George S. Nixon Mansion

This impressive Newlands Heights home was finished in 1907 as a statement piece for U.S. Senator George S. Nixon, who was elected in 1905 by the Nevada State Legislature (which elected the state's representatives to the U.S. Senate until 1909). Nixon was born on a farm near Newcastle, California, in 1860. At the age of 20, he moved to Nevada and was first employed as a telegraph operator for the Carson-Colorado Railroad (subsequently merged into the Southern Pacific System) in the mining town of Belleville. Shortly thereafter, he relocated to Reno to begin his career at the First National Bank as a clerk. He next went to Winnemucca to serve as the cashier at the only bank in Humboldt County.

With the birth of the mining industry in Tonopah, George Nixon became a partner with George Wingfield. Both men became financially very successful in the mining industry in the process of the formation of the Goldfield Consolidated Mining Company. In addition, Nixon created a chain of banks, had agricultural pursuits, and was involved in stock speculation and land development with Senator Newlands. Senator Nixon was held in high regard by his fellow Senators and was well liked by members of both parties in the House of Representatives. As a national legislator, he championed the free and unlimited coinage of silver that was Nevada’s most important product.

Kate I. Bacon was born and raised in Illinois and was the stepsister of pioneer Reno merchant E.L. Bacon. Kate Bacon met her husband-to-be on a trip west with her mother, and the couple was married in 1887. The Nixons made their residence in Winnemucca for a number of years and then in 1906 started construction of their Reno mansion, reportedly paying $10,000 for the lot. Construction reportedly cost another $100,000. Following the Senator’s death in 1912, Kate Nixon liquidated her Nevada holdings and relocated to Southern California.

The three-story residence is of the Italian Renaissance Revival style, located on three-and-a-half acres overlooking the Truckee River, property that was sold to Nixon by his fellow U.S. Senator Francis G. Newlands. The house consists of 15,325 square feet plus a 5,585 square-foot finished basement, and originally had 33 rooms, including eight bedrooms, nine full bathrooms, and five half bathrooms. It was designed by the architectural firm Marshall and Fox of Chicago; the contractor was E. Remington of San Francisco.

In 1979, a massive fire left the interior uninhabitable. In 2002, Carla and Harry Hart purchased the estate and meticulously restored the property both inside and out. Interesting interior features include a formal dining room seating 60 people with a carved mahogany fireplace, two kitchens, a library, one of the first elevators in a Reno residence, a ballroom, a river-view bar, and a 1,800-bottle wine cellar and tasting room. The exterior features a circular driveway, a glass covered porte cochere (covered entrance), and a century-old ash tree, standing just outside the front entrance, cared for annually by the Arbor Association.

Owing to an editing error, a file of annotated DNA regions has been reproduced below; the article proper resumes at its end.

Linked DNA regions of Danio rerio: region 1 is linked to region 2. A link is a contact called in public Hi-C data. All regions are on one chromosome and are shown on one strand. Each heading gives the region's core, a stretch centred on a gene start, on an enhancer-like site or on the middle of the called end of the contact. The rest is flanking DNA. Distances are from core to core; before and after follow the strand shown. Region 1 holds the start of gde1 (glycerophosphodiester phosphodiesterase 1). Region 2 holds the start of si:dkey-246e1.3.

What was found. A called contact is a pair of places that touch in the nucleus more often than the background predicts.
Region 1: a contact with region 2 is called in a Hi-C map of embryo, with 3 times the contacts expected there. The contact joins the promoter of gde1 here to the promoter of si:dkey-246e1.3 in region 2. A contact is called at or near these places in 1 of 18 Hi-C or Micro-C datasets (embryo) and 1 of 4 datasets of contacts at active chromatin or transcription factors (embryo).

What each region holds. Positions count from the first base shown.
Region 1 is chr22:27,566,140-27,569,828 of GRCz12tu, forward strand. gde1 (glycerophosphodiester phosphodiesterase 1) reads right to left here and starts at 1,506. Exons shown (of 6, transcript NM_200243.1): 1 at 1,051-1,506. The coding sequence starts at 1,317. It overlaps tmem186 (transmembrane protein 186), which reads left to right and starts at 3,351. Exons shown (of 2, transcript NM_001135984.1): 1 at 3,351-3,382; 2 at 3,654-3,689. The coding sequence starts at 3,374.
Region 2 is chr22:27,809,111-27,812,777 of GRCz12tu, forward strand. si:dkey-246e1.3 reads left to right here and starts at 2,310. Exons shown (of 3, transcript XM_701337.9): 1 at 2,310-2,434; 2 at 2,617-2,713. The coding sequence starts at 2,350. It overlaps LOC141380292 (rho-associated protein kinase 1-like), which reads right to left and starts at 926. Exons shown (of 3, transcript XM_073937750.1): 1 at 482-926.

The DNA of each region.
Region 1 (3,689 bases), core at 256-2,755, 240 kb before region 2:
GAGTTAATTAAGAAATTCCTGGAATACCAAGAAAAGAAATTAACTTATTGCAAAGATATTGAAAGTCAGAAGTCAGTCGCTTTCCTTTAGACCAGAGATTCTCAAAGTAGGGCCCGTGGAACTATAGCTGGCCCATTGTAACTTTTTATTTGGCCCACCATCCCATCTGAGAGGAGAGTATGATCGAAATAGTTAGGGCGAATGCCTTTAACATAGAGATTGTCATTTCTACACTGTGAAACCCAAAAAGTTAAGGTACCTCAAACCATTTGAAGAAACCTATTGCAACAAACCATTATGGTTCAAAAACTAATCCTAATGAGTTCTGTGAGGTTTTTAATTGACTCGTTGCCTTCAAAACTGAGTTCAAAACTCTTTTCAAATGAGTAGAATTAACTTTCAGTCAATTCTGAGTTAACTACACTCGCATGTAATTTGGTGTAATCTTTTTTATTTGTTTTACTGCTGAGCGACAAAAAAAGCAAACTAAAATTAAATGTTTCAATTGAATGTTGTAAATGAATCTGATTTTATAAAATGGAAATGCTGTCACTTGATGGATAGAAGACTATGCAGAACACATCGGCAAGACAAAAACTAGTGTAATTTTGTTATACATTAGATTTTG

The Nixon Mansion in 1940
The Nixon Mansion in 1940 This photograph of the Nixon Mansion was taken in 1940 by Arthur Rothstein for the Farm Security Administration/Office of War Information. Source: U.S. Library of Congress Creator: Arthur Rothstein Date: 1940
George S. Nixon in 1908
George S. Nixon in 1908 Senator George S. Nixon's career included banking, agricultural pursuits, mining, stock speculation, land development, and politics. Source: Special Collections, University of Nevada, Reno Libraries Creator: Harris & Ewing, Washington, D.C. Date: 1908
Nixon Mansion, 1913
Nixon Mansion, 1913 The Reno community was so proud of the George Nixon Mansion that it was featured on many postcards published in the city. Source: Alicia Barber Date: 1913
The George Nixon Mansion in 2018
The George Nixon Mansion in 2018 The Nixon Mansion is an Italian Renaissance Revival style residence that sits on 3.5 acres on a bluff high above the south bank of the Truckee River. Creator: Donna and Paul Erickson Date: 2018
Front gate
Front gate The lovely front gate to the Nixon Mansion leads to a circular driveway. Creator: Donna and Paul Erickson
Century-old ash tree
Century-old ash tree This century-old ash tree was planted when the home was built, and is measured and cared for annually by the Arbor Association. Creator: Donna and Paul Erickson
Ballroom The mansion's ballroom features large mirrors and sculpted paneling. Creator: Donna and Paul Erickson
Library The library contains built-in bookcases with beveled glass and adjustable mahogany brackets. Creator: Donna and Paul Erickson
Dining room
Dining room The dining room fireplace is made of carved mahogany. Creator: Donna and Paul Erickson
Morning Room
Morning Room The morning room has floor-to-ceiling windows, porcelain tile flooring, and an original in-floor peacock fountain. Creator: Donna and Paul Erickson
Bathroom One of the many bathrooms features ornate tile work and a crystal chandelier. Creator: Donna and Paul Erickson
Side Entrance
Side Entrance The side entrance provides a glimpse of the beautiful view from the rear of the mansion. Creator: Donna and Paul Erickson
View from the terrace
View from the terrace The back terrace provides a view of the beautiful Truckee River. Creator: Donna and Paul Erickson


631 California Avenue, Reno, Nevada


Donna and Paul Erickson, “George S. Nixon Mansion,” Reno Historical, accessed May 19, 2024,